And IF it was the O2 sensors all along that's why even after doing everything (including replacing the injectors) it still didn't fix the problem. Although, I must say it didn't run nearly as rough as it did when I brought it in...for about a month.
So, what made it better for a short while?

Also why do you ask about the coil. And why DIDN'T it throw a code for the O2 sensors?
Sorry to be such a pest. Just really curious and trying to understand this.
Thanks again,
Charles
 

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Hey Charles, those are good questions and I often ask why people do what they do or why they didn't do it a different way. I'm no Toyota certified mechanic, but it isn't always clear why things do what they do. The computer is constantly changing, and adjusting things like injector pressures to compensate for internal spring wear and things like that. If your motor was not properly maintained, it could have caused more adjustments to keep the engine running as best it could. When the tune up was done, I'm sure it helped quiet a bit and the computer has to adjust for those changes. If the 02 sensors were already degraded, then sure maybe it should have thrown a code...but again I'm no technician. It's mechanical, and things are going to break down.
 

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Discussion Starter · #6 ·
Good point about it being mechanical and about the computer adjusting accordingly. At first glance it just seemed like "well, it's not our money, we'll just keep trying stuff until we get it right." Especially since they throw in things like "we get a lot of injector problems from people who buy their gas from WaWa". Sure, anything's possible, but the WaWa that I get gas from gets 3-4 loads a day, so a lot of vehicles must be having problems! That and after almost $1200 and it still isn't right, they tell you to run a couple of loads of premium throught it when it's supposed to run on regular. So, when you combine this with everthing else, you get the feeling that they have absolutely no idea of what they are doing. Hence the reason for my questions (and my hope that a Toyota certified mechanice might take a stab at answering the questions). In any case I still really appreciate your answers because I did learn something. Thanks again.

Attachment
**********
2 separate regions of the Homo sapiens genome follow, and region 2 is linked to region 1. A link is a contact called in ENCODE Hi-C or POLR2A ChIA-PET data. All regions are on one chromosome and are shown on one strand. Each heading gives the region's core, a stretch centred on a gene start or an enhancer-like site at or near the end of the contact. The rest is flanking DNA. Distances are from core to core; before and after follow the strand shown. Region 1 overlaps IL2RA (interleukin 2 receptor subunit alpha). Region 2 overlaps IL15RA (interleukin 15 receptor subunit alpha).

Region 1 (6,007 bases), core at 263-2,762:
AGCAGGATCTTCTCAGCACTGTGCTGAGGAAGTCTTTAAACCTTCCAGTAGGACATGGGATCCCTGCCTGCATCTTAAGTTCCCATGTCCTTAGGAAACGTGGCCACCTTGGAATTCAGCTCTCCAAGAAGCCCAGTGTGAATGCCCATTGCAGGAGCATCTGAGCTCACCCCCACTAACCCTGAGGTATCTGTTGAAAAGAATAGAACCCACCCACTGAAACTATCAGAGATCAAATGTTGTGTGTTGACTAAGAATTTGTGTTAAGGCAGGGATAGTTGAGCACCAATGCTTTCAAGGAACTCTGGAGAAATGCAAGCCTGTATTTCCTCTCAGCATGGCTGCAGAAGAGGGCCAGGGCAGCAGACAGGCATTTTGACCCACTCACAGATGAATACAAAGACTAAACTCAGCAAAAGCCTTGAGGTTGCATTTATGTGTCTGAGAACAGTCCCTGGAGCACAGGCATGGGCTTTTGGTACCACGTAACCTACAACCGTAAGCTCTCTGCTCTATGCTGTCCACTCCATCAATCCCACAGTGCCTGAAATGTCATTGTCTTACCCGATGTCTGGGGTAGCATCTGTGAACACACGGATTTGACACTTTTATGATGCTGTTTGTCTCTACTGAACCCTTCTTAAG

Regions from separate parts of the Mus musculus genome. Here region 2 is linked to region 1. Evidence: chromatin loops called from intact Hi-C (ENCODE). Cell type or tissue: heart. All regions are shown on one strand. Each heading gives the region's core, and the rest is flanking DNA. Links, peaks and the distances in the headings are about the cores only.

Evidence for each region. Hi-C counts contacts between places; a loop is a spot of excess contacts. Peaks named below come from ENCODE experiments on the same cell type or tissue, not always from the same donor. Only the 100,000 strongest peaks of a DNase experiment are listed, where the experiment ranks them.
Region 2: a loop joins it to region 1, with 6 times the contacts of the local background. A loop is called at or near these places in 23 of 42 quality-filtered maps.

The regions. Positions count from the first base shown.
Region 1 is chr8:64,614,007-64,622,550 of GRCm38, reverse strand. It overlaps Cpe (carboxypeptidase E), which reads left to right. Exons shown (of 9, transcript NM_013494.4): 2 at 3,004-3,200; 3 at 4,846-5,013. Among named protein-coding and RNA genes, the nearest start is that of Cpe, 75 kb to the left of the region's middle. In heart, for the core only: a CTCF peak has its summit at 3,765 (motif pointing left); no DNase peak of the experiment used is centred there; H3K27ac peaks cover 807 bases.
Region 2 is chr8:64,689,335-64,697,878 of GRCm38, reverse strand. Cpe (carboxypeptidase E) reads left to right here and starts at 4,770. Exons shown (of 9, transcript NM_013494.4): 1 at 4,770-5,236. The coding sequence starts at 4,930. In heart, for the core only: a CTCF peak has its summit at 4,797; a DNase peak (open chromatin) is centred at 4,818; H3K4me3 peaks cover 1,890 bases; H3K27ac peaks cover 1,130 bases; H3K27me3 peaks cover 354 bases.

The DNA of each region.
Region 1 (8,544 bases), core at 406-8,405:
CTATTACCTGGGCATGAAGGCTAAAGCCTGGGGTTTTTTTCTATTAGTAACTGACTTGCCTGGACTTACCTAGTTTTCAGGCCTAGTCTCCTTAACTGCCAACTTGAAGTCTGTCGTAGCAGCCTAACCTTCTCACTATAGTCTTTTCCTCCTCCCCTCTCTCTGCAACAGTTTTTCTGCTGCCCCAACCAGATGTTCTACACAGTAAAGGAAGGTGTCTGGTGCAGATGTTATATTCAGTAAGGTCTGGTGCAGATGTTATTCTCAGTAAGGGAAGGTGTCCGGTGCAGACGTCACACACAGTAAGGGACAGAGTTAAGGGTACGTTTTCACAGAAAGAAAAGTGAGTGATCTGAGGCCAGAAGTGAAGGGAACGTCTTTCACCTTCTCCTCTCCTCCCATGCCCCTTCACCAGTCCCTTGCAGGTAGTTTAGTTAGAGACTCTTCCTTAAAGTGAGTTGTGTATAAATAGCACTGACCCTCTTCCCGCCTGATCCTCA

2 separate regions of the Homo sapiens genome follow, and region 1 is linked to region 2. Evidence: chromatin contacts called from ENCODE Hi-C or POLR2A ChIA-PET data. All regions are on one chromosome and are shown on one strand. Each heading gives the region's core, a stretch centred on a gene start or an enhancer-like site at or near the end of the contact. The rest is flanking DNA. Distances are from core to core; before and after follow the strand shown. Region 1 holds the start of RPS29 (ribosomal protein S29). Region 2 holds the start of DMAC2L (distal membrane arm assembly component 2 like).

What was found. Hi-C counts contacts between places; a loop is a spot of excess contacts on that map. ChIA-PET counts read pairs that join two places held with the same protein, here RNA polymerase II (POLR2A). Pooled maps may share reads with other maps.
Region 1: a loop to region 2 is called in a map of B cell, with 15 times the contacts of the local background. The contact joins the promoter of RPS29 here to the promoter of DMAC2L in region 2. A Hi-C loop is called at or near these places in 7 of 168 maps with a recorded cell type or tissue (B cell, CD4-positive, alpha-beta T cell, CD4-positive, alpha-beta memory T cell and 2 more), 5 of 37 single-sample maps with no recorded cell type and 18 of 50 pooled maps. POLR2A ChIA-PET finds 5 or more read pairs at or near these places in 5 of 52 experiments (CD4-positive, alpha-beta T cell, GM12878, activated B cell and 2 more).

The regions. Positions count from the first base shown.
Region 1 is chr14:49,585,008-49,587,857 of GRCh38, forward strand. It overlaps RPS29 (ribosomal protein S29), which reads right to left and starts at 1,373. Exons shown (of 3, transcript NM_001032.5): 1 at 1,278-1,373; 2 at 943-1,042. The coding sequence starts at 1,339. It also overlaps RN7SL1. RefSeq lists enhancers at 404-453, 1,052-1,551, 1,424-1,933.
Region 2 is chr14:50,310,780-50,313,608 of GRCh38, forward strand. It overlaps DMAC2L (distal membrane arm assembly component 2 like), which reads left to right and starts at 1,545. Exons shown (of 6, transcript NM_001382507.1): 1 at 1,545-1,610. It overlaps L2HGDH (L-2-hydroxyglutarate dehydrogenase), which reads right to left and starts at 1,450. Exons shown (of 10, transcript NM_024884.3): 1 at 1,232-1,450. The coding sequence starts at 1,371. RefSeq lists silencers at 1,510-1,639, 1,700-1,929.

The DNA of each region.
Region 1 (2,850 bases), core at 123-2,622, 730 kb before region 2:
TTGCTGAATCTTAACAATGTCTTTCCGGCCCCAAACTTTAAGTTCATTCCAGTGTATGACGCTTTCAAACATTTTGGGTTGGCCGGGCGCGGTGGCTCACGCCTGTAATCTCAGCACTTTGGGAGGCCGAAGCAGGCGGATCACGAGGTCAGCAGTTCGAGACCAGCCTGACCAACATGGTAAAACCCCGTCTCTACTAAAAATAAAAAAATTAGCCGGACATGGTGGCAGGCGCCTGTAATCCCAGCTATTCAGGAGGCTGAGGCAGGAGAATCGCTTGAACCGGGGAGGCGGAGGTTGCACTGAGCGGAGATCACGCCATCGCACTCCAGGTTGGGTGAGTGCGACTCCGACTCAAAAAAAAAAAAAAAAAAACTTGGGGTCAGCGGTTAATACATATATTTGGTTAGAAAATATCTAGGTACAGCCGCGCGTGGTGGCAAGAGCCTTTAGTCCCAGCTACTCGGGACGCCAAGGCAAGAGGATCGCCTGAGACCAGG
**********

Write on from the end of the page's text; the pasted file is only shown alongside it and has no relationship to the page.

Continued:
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The Sequoia was introduced in the 2001 model year as Toyota's biggest sport utility vehicle. And big it is. The Sequoia is based on the new, full-size Tundra pickup truck. In terms of price, it's in between the 4Runner and the more luxurious but smaller Land Cruiser.

The Sequoia comes in two- and four-wheel-drive versions and in two trim levels: SR5 and Limited. There's one body style, a four-door with a lift gate in the back. The vehicle we drove, a four-wheel-drive Limited, has a cars.com target price of $41,148.
Driving Experience

For its humongous size, the Sequoia handles remarkably well. Think of it as a 2 1/2-ton Camry. The 240-horsepower V8 is incredibly smooth, as is the four-speed automatic transmission. On the road the Sequoia is very quiet and comfortable. The Sequoia doesn't feel as tippy as a lot of SUVs. The standard antilock brakes worked well.

All of this refinement makes the Sequoia feel smaller than its main competitor, the Ford Expedition, although the two vehicles are within an inch of each other in virtually every dimension. (The Toyota, at nearly 5,300 pounds, is actually almost 500 pounds heavier.)